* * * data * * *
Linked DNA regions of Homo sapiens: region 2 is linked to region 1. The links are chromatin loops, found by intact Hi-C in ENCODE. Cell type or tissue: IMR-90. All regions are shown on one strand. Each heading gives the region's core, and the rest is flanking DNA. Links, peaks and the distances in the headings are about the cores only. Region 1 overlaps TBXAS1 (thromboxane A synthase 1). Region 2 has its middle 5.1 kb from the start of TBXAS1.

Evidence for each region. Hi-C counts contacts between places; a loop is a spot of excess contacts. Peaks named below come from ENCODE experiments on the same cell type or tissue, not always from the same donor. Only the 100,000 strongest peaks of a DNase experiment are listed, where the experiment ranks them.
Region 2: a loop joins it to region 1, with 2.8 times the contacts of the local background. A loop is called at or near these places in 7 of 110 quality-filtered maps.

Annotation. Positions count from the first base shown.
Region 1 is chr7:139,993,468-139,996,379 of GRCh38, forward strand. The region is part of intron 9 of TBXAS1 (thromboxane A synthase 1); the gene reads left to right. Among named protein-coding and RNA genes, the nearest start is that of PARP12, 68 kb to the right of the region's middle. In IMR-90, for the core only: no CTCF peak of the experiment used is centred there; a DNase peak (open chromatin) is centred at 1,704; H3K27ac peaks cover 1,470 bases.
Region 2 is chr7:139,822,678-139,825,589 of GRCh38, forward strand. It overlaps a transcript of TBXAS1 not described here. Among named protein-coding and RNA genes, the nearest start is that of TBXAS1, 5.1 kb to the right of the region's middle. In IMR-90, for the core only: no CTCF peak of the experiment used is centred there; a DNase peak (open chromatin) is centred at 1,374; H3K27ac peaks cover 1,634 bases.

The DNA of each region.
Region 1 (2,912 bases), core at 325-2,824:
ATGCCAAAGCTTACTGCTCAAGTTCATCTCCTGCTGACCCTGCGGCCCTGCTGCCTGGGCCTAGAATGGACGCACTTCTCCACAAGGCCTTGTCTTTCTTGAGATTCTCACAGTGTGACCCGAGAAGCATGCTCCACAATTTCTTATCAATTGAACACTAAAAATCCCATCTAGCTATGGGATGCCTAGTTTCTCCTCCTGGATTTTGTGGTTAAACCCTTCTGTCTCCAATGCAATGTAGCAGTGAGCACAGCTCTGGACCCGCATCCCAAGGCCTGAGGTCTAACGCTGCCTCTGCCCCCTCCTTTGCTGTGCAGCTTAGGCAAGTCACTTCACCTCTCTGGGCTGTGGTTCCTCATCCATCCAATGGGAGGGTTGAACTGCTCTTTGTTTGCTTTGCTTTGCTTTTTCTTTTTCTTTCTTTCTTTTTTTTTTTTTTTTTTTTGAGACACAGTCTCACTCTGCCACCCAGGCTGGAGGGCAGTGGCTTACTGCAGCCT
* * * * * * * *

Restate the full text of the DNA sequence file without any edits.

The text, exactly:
Linked DNA regions of Homo sapiens: region 2 is linked to region 1. The links are chromatin loops, found by intact Hi-C in ENCODE. Cell type or tissue: IMR-90. All regions are shown on one strand. Each heading gives the region's core, and the rest is flanking DNA. Links, peaks and the distances in the headings are about the cores only. Region 1 overlaps TBXAS1 (thromboxane A synthase 1). Region 2 has its middle 5.1 kb from the start of TBXAS1.

Evidence for each region. Hi-C counts contacts between places; a loop is a spot of excess contacts. Peaks named below come from ENCODE experiments on the same cell type or tissue, not always from the same donor. Only the 100,000 strongest peaks of a DNase experiment are listed, where the experiment ranks them.
Region 2: a loop joins it to region 1, with 2.8 times the contacts of the local background. A loop is called at or near these places in 7 of 110 quality-filtered maps.

Annotation. Positions count from the first base shown.
Region 1 is chr7:139,993,468-139,996,379 of GRCh38, forward strand. The region is part of intron 9 of TBXAS1 (thromboxane A synthase 1); the gene reads left to right. Among named protein-coding and RNA genes, the nearest start is that of PARP12, 68 kb to the right of the region's middle. In IMR-90, for the core only: no CTCF peak of the experiment used is centred there; a DNase peak (open chromatin) is centred at 1,704; H3K27ac peaks cover 1,470 bases.
Region 2 is chr7:139,822,678-139,825,589 of GRCh38, forward strand. It overlaps a transcript of TBXAS1 not described here. Among named protein-coding and RNA genes, the nearest start is that of TBXAS1, 5.1 kb to the right of the region's middle. In IMR-90, for the core only: no CTCF peak of the experiment used is centred there; a DNase peak (open chromatin) is centred at 1,374; H3K27ac peaks cover 1,634 bases.

The DNA of each region.
Region 1 (2,912 bases), core at 325-2,824:
ATGCCAAAGCTTACTGCTCAAGTTCATCTCCTGCTGACCCTGCGGCCCTGCTGCCTGGGCCTAGAATGGACGCACTTCTCCACAAGGCCTTGTCTTTCTTGAGATTCTCACAGTGTGACCCGAGAAGCATGCTCCACAATTTCTTATCAATTGAACACTAAAAATCCCATCTAGCTATGGGATGCCTAGTTTCTCCTCCTGGATTTTGTGGTTAAACCCTTCTGTCTCCAATGCAATGTAGCAGTGAGCACAGCTCTGGACCCGCATCCCAAGGCCTGAGGTCTAACGCTGCCTCTGCCCCCTCCTTTGCTGTGCAGCTTAGGCAAGTCACTTCACCTCTCTGGGCTGTGGTTCCTCATCCATCCAATGGGAGGGTTGAACTGCTCTTTGTTTGCTTTGCTTTGCTTTTTCTTTTTCTTTCTTTCTTTTTTTTTTTTTTTTTTTTGAGACACAGTCTCACTCTGCCACCCAGGCTGGAGGGCAGTGGCTTACTGCAGCCT